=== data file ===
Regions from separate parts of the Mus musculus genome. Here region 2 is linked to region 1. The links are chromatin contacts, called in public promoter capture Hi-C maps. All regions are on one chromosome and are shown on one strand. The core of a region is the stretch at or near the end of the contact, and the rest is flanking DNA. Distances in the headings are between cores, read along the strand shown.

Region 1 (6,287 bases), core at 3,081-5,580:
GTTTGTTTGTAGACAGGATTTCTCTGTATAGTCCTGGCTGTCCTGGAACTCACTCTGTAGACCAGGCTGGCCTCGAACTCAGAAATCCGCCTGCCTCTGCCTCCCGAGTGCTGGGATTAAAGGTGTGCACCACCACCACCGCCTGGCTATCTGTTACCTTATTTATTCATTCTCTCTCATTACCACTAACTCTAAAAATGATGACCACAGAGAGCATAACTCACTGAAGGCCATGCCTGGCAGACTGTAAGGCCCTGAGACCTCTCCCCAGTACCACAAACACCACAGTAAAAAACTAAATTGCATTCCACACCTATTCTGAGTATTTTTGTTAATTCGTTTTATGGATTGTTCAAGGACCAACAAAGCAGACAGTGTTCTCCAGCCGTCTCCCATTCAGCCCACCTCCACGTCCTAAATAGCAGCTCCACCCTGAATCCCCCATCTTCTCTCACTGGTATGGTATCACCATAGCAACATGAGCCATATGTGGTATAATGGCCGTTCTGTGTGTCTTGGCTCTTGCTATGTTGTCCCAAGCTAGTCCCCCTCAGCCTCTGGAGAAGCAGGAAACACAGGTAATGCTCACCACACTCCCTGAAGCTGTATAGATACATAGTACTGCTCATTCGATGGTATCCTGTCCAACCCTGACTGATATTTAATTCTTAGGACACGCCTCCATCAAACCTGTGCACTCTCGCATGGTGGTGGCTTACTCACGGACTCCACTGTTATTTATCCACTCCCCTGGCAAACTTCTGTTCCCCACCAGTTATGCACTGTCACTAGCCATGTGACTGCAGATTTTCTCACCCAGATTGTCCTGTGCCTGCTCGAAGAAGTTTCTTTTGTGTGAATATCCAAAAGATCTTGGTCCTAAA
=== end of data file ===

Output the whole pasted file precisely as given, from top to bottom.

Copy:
Regions from separate parts of the Mus musculus genome. Here region 2 is linked to region 1. The links are chromatin contacts, called in public promoter capture Hi-C maps. All regions are on one chromosome and are shown on one strand. The core of a region is the stretch at or near the end of the contact, and the rest is flanking DNA. Distances in the headings are between cores, read along the strand shown.

Region 1 (6,287 bases), core at 3,081-5,580:
GTTTGTTTGTAGACAGGATTTCTCTGTATAGTCCTGGCTGTCCTGGAACTCACTCTGTAGACCAGGCTGGCCTCGAACTCAGAAATCCGCCTGCCTCTGCCTCCCGAGTGCTGGGATTAAAGGTGTGCACCACCACCACCGCCTGGCTATCTGTTACCTTATTTATTCATTCTCTCTCATTACCACTAACTCTAAAAATGATGACCACAGAGAGCATAACTCACTGAAGGCCATGCCTGGCAGACTGTAAGGCCCTGAGACCTCTCCCCAGTACCACAAACACCACAGTAAAAAACTAAATTGCATTCCACACCTATTCTGAGTATTTTTGTTAATTCGTTTTATGGATTGTTCAAGGACCAACAAAGCAGACAGTGTTCTCCAGCCGTCTCCCATTCAGCCCACCTCCACGTCCTAAATAGCAGCTCCACCCTGAATCCCCCATCTTCTCTCACTGGTATGGTATCACCATAGCAACATGAGCCATATGTGGTATAATGGCCGTTCTGTGTGTCTTGGCTCTTGCTATGTTGTCCCAAGCTAGTCCCCCTCAGCCTCTGGAGAAGCAGGAAACACAGGTAATGCTCACCACACTCCCTGAAGCTGTATAGATACATAGTACTGCTCATTCGATGGTATCCTGTCCAACCCTGACTGATATTTAATTCTTAGGACACGCCTCCATCAAACCTGTGCACTCTCGCATGGTGGTGGCTTACTCACGGACTCCACTGTTATTTATCCACTCCCCTGGCAAACTTCTGTTCCCCACCAGTTATGCACTGTCACTAGCCATGTGACTGCAGATTTTCTCACCCAGATTGTCCTGTGCCTGCTCGAAGAAGTTTCTTTTGTGTGAATATCCAAAAGATCTTGGTCCTAAA